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Questioning religious politics

Quit reading right now if someone who questions religiosity offends you. I’m atheist or agnostic. I think religiosity is a cowardly way of dismissing the growth of knowledge. It says, when we don’t understand something we should quit trying to understand and attribute it to God or some mystical fairy in charge of difficult ideas. I believe you have the privilege to quit questioning and sink into the comfort of believing that some god will take care of you, but don’t then lay it on the rest of us. I’m primarily talking to Christians because they are the majority in charge of the nation right now, but Jews, Muslims and Mormons, anyone who believes that superstition should guide our socio/political world, is whom I’m talking to. Faith, in the religious and financial senses of the word, is the problem.

We are now mature enough as a society to realize we the citizens make the decisions, not some god or politician or economist or preacher or corporation or whatever. We, all of us, have to take responsibility for the world we live in. We can no longer give our power to a higher authority, especially when that power is the Judeo/Xtian/Muslim male aggressor god who admitted that he was a jealous god and we should worship no other god but him. If he were human we would call him a genocidal psychopath just as our corporations have become in his image.

Faith, for corporations, is in the infallible and invisible hand of the markets, which will lead to freedom or at least a semblance of progress, regardless of the impoverishment of 46 million Americans and the further impoverishment of new ideas for the betterment of democracy. Faith in gods and capitalism has stalled the true progress of humanity.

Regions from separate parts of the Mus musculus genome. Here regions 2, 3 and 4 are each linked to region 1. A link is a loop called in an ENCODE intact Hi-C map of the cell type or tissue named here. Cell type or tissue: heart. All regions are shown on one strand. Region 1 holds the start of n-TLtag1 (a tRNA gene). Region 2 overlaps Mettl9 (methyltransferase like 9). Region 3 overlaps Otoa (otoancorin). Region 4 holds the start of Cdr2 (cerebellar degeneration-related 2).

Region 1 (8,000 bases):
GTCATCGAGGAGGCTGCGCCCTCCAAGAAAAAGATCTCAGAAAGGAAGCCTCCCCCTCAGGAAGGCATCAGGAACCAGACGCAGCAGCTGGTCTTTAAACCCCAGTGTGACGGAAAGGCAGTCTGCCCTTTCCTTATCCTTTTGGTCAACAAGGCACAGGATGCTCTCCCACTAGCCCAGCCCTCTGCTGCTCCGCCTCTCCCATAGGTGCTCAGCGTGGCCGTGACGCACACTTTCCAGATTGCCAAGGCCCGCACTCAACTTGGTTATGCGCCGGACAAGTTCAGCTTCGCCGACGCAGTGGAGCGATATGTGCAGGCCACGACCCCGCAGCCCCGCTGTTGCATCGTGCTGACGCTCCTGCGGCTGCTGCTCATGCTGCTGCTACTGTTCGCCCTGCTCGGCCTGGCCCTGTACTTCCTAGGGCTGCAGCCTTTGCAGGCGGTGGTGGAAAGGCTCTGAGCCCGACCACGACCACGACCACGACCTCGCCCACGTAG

We need to move to the next phase of history, to a world where women will be respected as full members of society, where every citizen will be treated as equal and deserving of love as every other citizen. Faith, whether in a psychopathic god or a psychopathic economic system, is keeping us from our destiny as a good and wholesome democratic enterprise. It’s time to grow up.

By growing up I mean we need to get rid of the childhood conveniences of relying on “superiors,” whether parents or superstition or priests or especially corporate managers. We can use these people in their expertise, but we as citizens are responsible for the final decision and we have to have the confidence that we are capable to make those decisions.

To have the appropriate facts that we need at hand we have to demand openness and accountability, real accountability from government and the corporations that are so powerful.


Progress needs to be measured in how all of society is fairing, not just GDP or other gross measures. Humanity should be the first priority, not the last. Faith, religious or economic, has no place in proceeding to a more sustainable, just and humane place to live.

Lehman lives in Warren.


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